(A) Escherichia coli BW25113-Wt cells with pCyn-v2-GFP plasmid were induced with varying azide concentrations and GFP fluorescence of cell lysate was measured over 24 hours. (B) E. coli BL21 contaning control pEC-GFP plasmid was induced with IPTG (isopropyl β-d-1-thiogalactopyranoside). (C). BW25113-Wt cells with pCyn-v2-GFP plasmid was incubated with 1-Glc-N3 vs. 2-Glc-N3 and induced GFP fluorescence of cell lysates due to azide release is shown here.
Azides are used as functional groups in fine chemicals and pharmaceuticals synthesis, and recently azide-functionalized reagents as molecular-imaging probes for disease detection, therapeutics delivery, glycans synthesis precursors for CAZymes, and '-omics' applications (e.g., glycomics, metabolomics) have been developed. However, in vivo use of azido-based drugs or reagents requires ability to monitor organic azide stability for release of toxic azide ions. Current methods for azide ion detection involving spectrophotometry or fluorescence requires laborious sample derivation that are not suited for high-throughput. Therefore, availability of a synthetic biology toolkit for in vivo azide ion detection can broadly enable the fields of chemical-biology, glycoengineering, and biotechnology in general.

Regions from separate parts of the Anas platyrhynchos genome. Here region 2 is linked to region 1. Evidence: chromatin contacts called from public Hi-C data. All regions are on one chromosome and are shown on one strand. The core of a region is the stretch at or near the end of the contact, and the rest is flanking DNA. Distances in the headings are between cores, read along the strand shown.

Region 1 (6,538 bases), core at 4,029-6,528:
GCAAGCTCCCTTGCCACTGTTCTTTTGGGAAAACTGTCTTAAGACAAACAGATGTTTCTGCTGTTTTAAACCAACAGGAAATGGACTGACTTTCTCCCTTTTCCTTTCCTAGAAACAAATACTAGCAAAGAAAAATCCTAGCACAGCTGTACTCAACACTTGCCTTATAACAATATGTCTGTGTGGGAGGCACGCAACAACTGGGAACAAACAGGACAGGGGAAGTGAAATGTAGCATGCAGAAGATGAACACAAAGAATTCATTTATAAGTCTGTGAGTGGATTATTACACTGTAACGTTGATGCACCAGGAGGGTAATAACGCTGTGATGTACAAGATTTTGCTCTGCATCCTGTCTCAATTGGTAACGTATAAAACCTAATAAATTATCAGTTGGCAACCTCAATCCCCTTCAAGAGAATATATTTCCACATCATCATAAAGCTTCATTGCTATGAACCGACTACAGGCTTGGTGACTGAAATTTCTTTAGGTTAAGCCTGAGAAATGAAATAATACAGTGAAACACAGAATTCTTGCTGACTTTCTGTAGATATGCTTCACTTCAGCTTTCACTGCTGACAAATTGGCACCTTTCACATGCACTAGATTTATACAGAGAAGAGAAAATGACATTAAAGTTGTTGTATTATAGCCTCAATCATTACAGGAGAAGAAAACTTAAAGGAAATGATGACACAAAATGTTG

Rutgers scientists have developed an in-vivo synthetic promoter based azide biosensor toolkit to selectively detect azide anions. A promiscuous cyanate-specific native promoter was engineered to detect azide and rapidly induce model green fluorescent protein (GFP) expression in Escherichia coli.
- Low-cost heterologous protein expression system
- Real-time and in-vivo bioorthogonal reaction products (e.g., azides, azido sugars) biosensing
- High-throughput CAZyme & glycoengineering
- Synthetic azide operon allows highly-tunable GFP expression over the classic IPTG lac-operon
- Selective detection of inorganic azide ions inside living cells
- Biosensing system can be evolved for use with other prokaryotic or eukaryotic cells
Intellectual Property & Development Status:
Patent pending. Available for licensing and/or collaboration.
Bandi et al. Synthetic promoter based azide biosensor toolkit to advance chemical-biology. BioRxiv. Preprint. DOI: 10.1101/2020.07.08.193060 .